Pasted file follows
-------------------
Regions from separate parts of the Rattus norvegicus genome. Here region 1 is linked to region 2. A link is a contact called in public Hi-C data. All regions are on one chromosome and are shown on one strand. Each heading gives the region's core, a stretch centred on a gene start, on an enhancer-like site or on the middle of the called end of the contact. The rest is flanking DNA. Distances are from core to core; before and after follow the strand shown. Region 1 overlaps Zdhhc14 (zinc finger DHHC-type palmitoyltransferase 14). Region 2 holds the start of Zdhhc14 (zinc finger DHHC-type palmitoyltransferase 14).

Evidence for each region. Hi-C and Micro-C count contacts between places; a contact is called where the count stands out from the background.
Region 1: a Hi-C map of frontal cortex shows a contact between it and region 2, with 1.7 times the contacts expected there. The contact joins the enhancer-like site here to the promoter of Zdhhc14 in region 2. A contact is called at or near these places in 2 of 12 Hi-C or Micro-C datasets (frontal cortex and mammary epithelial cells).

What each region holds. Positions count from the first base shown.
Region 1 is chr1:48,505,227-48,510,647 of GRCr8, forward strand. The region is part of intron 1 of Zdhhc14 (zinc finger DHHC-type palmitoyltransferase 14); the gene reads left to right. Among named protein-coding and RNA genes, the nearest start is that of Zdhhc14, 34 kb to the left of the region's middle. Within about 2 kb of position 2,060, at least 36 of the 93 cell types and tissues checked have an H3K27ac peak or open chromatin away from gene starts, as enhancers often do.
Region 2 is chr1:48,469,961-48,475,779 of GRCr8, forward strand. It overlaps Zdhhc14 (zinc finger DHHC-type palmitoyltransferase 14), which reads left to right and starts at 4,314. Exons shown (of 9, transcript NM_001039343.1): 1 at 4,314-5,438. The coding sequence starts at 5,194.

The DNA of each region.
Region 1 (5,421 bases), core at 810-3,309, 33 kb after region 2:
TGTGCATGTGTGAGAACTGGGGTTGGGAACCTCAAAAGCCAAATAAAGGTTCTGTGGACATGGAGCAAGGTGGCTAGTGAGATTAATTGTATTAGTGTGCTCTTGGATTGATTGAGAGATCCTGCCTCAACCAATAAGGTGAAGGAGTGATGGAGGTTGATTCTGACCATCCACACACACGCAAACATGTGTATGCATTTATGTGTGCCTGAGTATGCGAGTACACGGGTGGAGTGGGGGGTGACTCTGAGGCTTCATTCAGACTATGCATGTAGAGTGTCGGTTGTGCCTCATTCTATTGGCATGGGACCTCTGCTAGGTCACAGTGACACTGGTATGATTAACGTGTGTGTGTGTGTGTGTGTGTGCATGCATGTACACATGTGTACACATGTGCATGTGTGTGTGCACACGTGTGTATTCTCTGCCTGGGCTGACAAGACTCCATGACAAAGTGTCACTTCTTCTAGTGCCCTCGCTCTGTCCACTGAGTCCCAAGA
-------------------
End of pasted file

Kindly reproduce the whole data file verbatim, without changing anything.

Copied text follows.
Regions from separate parts of the Rattus norvegicus genome. Here region 1 is linked to region 2. A link is a contact called in public Hi-C data. All regions are on one chromosome and are shown on one strand. Each heading gives the region's core, a stretch centred on a gene start, on an enhancer-like site or on the middle of the called end of the contact. The rest is flanking DNA. Distances are from core to core; before and after follow the strand shown. Region 1 overlaps Zdhhc14 (zinc finger DHHC-type palmitoyltransferase 14). Region 2 holds the start of Zdhhc14 (zinc finger DHHC-type palmitoyltransferase 14).

Evidence for each region. Hi-C and Micro-C count contacts between places; a contact is called where the count stands out from the background.
Region 1: a Hi-C map of frontal cortex shows a contact between it and region 2, with 1.7 times the contacts expected there. The contact joins the enhancer-like site here to the promoter of Zdhhc14 in region 2. A contact is called at or near these places in 2 of 12 Hi-C or Micro-C datasets (frontal cortex and mammary epithelial cells).

What each region holds. Positions count from the first base shown.
Region 1 is chr1:48,505,227-48,510,647 of GRCr8, forward strand. The region is part of intron 1 of Zdhhc14 (zinc finger DHHC-type palmitoyltransferase 14); the gene reads left to right. Among named protein-coding and RNA genes, the nearest start is that of Zdhhc14, 34 kb to the left of the region's middle. Within about 2 kb of position 2,060, at least 36 of the 93 cell types and tissues checked have an H3K27ac peak or open chromatin away from gene starts, as enhancers often do.
Region 2 is chr1:48,469,961-48,475,779 of GRCr8, forward strand. It overlaps Zdhhc14 (zinc finger DHHC-type palmitoyltransferase 14), which reads left to right and starts at 4,314. Exons shown (of 9, transcript NM_001039343.1): 1 at 4,314-5,438. The coding sequence starts at 5,194.

The DNA of each region.
Region 1 (5,421 bases), core at 810-3,309, 33 kb after region 2:
TGTGCATGTGTGAGAACTGGGGTTGGGAACCTCAAAAGCCAAATAAAGGTTCTGTGGACATGGAGCAAGGTGGCTAGTGAGATTAATTGTATTAGTGTGCTCTTGGATTGATTGAGAGATCCTGCCTCAACCAATAAGGTGAAGGAGTGATGGAGGTTGATTCTGACCATCCACACACACGCAAACATGTGTATGCATTTATGTGTGCCTGAGTATGCGAGTACACGGGTGGAGTGGGGGGTGACTCTGAGGCTTCATTCAGACTATGCATGTAGAGTGTCGGTTGTGCCTCATTCTATTGGCATGGGACCTCTGCTAGGTCACAGTGACACTGGTATGATTAACGTGTGTGTGTGTGTGTGTGTGTGCATGCATGTACACATGTGTACACATGTGCATGTGTGTGTGCACACGTGTGTATTCTCTGCCTGGGCTGACAAGACTCCATGACAAAGTGTCACTTCTTCTAGTGCCCTCGCTCTGTCCACTGAGTCCCAAGA